A free-admission exhibition, commemorating the 70th Anniversary of the Victory in the Great Patriotic War of 1941–5, runs at the Upper Bathhouse pavilion in the Catherine Park from May 9 to September 30, 2015.
The artefacts on display include those looted during the Nazi occupation of Pushkin town (Tsarskoye Selo) in 1941–4 and later returned at various times to the Museum.
The jewels of the exhibition are one of the 1760s Russian twin chests of drawers (see below right) and the Florentine mosaic ‘Touch and Smell’ of 1753 (below lwft), both gracing the pre-war Amber Room in the Catherine Palace. Another centerpiece is the original bronze Milkmaid of the Girl-With-a-Pitcher fountain by sculptor Pavel Sokolov, which was preserved hidden underground in the park in 1941, later replaced with a replica of 1990 and is now stored in the reserve collection.
Other exhibits include the palace furniture, paintings, porcelains and some books from the imperial library.
The title of the exhibition refers to a 1909 book by Friedrich Huch, a German writer favoured by the parents of Jens and Franziska Harmsen who donated to the Museum four artefacts taken by their fathers from Tsarskoye Selo during World War II.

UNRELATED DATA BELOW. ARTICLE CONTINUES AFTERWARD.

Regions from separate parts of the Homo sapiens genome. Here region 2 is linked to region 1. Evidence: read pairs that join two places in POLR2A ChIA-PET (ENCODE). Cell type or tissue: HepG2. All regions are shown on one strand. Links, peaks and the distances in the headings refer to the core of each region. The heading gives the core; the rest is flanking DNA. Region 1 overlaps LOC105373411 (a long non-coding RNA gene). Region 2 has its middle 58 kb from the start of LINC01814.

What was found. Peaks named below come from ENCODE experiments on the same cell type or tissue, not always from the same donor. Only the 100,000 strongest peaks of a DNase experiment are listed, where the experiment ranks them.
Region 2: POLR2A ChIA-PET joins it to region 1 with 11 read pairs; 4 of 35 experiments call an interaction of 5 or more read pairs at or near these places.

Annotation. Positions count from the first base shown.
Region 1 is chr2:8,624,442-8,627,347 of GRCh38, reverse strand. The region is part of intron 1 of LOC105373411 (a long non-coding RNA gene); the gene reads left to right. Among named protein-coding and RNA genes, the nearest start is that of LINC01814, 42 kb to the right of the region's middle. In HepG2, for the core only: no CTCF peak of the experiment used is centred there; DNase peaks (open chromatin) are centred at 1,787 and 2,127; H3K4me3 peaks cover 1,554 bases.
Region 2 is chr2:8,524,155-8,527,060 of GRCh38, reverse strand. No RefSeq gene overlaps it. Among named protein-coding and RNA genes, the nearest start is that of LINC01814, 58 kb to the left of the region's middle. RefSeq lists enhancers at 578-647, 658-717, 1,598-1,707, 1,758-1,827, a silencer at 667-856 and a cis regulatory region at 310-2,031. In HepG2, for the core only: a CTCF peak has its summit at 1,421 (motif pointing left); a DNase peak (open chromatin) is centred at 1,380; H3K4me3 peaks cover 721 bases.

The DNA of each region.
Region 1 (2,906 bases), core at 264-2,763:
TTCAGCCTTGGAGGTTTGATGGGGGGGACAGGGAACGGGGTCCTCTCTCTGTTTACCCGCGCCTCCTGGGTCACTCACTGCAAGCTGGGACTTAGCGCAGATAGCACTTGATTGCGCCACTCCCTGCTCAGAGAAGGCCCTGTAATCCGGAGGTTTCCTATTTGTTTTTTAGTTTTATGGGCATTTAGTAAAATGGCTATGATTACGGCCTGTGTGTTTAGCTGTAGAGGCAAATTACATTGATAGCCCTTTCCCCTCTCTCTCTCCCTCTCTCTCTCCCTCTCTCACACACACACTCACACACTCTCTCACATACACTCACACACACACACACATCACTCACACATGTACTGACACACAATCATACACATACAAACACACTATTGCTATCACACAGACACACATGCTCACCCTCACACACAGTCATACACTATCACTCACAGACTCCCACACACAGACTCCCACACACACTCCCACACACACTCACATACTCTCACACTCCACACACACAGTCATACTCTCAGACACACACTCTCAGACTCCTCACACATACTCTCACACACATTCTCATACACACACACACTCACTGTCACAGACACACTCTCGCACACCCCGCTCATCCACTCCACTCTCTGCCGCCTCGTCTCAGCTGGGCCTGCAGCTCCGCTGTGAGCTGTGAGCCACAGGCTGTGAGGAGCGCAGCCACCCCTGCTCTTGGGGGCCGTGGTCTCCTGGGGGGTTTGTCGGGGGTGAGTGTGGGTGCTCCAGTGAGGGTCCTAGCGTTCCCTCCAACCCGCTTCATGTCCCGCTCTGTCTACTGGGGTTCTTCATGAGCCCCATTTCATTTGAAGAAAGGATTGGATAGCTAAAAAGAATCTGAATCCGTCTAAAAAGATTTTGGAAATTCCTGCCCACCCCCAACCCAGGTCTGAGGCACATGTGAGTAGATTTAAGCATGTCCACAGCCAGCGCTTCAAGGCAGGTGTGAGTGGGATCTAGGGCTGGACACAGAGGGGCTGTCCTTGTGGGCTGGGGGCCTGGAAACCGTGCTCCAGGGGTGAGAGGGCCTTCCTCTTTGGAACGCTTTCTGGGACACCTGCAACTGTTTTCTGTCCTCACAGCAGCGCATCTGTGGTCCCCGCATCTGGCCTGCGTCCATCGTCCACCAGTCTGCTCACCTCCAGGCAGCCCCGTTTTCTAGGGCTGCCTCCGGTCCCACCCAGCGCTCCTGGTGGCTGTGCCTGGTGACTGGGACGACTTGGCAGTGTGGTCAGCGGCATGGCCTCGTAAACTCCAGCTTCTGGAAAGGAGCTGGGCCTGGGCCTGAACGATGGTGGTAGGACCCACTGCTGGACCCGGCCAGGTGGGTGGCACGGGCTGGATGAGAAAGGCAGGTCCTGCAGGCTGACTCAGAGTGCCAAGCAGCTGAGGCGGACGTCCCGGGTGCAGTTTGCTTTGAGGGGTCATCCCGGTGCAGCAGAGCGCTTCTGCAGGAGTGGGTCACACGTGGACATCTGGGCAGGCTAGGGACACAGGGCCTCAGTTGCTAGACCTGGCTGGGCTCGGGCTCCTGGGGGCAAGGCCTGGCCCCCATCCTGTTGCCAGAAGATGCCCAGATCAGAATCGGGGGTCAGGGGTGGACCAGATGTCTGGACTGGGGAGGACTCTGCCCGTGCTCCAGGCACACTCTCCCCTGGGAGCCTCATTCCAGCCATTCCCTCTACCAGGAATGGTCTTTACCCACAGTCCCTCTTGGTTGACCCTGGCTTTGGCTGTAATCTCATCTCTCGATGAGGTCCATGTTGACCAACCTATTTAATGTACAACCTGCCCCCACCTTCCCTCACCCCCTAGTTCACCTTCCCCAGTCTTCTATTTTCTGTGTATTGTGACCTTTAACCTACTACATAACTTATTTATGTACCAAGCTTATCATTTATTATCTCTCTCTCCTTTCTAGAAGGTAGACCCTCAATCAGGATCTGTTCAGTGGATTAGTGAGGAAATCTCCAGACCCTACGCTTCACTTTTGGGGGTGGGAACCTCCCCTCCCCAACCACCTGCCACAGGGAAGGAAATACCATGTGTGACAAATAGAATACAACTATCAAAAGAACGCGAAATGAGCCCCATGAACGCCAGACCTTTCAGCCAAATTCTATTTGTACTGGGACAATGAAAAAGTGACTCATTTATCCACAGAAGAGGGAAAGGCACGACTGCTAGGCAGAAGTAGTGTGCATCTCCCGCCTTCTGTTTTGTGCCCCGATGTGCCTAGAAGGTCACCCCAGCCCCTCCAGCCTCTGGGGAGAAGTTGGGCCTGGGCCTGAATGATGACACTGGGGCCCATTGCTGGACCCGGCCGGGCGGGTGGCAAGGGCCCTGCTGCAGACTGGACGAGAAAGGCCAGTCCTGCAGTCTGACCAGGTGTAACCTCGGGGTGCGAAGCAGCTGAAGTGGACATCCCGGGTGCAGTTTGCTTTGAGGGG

Mr and Ms Harmsen also presented to the Museum the letters and photographs of Jens’s father, Hans Harmsen. He wrote from the frontline and later from a war prisoners’ camp. As his sons hoped for their father to return home, they gathered a compilation of his over 80 letters and named it ‘And the door will open one day…’ Likewise, the Museum keeps hoping for all the lost artefacts to come back.
Over 100 objects from the Tsarskoye Selo historic collection and several thousand books have been returned to the Museum to date, thanks to the efforts of the museum and our Friends Society.